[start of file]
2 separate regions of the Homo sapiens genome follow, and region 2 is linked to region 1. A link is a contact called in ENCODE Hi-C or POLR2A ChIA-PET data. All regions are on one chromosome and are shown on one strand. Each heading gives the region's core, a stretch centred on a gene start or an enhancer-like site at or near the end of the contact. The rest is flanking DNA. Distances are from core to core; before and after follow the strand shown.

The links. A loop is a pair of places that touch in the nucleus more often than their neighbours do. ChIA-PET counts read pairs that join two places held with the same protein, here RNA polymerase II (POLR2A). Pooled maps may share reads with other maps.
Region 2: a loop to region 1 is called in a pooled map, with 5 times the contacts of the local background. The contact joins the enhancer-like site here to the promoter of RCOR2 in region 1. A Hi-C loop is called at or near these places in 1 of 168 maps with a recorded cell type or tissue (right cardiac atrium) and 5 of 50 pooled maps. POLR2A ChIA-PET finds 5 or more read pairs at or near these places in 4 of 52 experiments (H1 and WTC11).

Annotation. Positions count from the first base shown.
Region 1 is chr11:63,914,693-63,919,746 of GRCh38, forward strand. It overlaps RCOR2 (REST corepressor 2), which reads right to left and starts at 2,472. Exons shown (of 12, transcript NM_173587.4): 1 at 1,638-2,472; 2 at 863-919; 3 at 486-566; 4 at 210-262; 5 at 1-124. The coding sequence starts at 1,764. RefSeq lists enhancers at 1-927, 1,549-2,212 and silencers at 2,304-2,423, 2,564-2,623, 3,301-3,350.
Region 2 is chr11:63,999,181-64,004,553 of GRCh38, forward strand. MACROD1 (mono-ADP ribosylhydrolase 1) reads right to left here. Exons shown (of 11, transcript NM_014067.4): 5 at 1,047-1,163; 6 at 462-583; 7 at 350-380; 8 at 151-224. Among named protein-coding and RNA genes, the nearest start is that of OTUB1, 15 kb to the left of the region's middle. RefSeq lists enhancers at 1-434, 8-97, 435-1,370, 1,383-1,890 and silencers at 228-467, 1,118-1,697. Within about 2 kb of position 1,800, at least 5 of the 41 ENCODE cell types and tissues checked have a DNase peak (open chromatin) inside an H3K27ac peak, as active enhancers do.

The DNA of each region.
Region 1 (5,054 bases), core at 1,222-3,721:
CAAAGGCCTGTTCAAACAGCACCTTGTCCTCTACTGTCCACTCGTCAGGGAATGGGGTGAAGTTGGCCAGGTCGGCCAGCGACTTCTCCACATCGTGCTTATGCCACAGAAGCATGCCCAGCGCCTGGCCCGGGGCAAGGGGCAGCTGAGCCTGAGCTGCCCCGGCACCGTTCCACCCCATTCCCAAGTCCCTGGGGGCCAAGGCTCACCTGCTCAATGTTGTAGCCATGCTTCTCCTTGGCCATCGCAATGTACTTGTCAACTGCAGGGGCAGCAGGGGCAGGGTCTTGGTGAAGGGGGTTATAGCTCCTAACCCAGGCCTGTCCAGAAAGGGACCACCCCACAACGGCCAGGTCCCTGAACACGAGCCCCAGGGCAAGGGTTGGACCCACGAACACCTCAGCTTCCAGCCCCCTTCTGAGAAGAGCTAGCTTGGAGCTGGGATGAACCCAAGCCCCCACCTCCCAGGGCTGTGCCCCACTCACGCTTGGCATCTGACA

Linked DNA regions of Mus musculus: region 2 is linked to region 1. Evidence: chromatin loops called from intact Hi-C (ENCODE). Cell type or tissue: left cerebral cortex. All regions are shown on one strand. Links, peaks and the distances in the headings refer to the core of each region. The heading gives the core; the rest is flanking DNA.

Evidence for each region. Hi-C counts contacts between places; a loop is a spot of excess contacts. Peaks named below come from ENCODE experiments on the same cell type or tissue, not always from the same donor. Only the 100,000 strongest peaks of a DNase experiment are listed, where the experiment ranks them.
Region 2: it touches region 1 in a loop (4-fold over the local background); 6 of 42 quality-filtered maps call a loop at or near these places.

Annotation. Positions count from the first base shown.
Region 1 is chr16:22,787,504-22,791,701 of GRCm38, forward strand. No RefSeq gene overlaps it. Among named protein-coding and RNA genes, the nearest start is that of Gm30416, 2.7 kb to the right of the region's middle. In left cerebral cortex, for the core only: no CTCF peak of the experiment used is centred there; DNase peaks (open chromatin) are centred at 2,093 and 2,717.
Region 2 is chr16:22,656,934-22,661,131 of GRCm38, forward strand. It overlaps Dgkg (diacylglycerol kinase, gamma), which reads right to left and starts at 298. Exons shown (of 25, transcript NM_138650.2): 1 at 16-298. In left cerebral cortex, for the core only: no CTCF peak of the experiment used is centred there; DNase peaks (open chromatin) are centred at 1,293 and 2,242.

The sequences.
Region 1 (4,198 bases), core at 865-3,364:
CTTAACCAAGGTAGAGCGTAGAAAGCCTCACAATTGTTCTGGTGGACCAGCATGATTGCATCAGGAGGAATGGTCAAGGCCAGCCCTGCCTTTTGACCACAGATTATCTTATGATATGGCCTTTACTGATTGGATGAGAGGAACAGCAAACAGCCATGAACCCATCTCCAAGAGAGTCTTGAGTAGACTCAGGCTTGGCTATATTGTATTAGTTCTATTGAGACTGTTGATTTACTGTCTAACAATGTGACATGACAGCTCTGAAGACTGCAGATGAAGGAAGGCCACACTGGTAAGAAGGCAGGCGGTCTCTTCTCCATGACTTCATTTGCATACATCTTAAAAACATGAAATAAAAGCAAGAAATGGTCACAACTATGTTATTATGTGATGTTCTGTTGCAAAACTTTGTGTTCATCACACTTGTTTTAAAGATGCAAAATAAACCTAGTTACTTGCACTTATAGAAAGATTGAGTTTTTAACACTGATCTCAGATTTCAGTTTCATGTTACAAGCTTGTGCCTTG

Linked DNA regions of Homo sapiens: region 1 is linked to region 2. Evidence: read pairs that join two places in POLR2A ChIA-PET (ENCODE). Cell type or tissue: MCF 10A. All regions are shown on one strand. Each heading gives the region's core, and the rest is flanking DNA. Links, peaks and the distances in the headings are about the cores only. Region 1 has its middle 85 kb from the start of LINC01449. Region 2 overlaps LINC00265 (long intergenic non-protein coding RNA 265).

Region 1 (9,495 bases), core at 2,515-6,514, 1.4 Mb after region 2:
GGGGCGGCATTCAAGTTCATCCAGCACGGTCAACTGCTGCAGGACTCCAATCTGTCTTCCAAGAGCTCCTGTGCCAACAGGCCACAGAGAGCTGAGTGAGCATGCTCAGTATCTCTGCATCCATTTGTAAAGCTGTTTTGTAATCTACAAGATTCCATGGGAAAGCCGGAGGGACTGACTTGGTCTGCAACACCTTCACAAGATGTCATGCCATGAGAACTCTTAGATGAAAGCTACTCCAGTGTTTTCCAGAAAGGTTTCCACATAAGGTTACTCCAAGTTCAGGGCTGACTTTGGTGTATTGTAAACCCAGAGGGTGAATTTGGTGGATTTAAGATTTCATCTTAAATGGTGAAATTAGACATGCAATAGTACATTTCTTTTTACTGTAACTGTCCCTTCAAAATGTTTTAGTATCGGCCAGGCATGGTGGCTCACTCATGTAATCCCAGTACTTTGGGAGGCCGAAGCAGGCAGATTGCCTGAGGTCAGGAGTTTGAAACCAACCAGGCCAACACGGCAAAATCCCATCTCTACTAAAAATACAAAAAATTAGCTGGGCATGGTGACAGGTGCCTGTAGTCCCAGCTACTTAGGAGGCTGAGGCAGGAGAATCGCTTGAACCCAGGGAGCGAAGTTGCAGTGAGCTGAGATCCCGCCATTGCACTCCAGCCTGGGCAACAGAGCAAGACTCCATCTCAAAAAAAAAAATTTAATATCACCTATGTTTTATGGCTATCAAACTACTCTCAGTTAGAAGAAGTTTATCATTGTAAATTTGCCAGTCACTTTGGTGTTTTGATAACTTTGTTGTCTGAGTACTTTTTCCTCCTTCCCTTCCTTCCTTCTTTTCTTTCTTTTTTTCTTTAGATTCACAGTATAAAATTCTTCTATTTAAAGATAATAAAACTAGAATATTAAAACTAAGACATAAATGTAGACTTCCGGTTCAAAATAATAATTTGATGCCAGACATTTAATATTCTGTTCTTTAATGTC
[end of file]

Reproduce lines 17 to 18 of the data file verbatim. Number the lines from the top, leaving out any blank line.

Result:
Region 1 (4,198 bases), core at 865-3,364:
CTTAACCAAGGTAGAGCGTAGAAAGCCTCACAATTGTTCTGGTGGACCAGCATGATTGCATCAGGAGGAATGGTCAAGGCCAGCCCTGCCTTTTGACCACAGATTATCTTATGATATGGCCTTTACTGATTGGATGAGAGGAACAGCAAACAGCCATGAACCCATCTCCAAGAGAGTCTTGAGTAGACTCAGGCTTGGCTATATTGTATTAGTTCTATTGAGACTGTTGATTTACTGTCTAACAATGTGACATGACAGCTCTGAAGACTGCAGATGAAGGAAGGCCACACTGGTAAGAAGGCAGGCGGTCTCTTCTCCATGACTTCATTTGCATACATCTTAAAAACATGAAATAAAAGCAAGAAATGGTCACAACTATGTTATTATGTGATGTTCTGTTGCAAAACTTTGTGTTCATCACACTTGTTTTAAAGATGCAAAATAAACCTAGTTACTTGCACTTATAGAAAGATTGAGTTTTTAACACTGATCTCAGATTTCAGTTTCATGTTACAAGCTTGTGCCTTG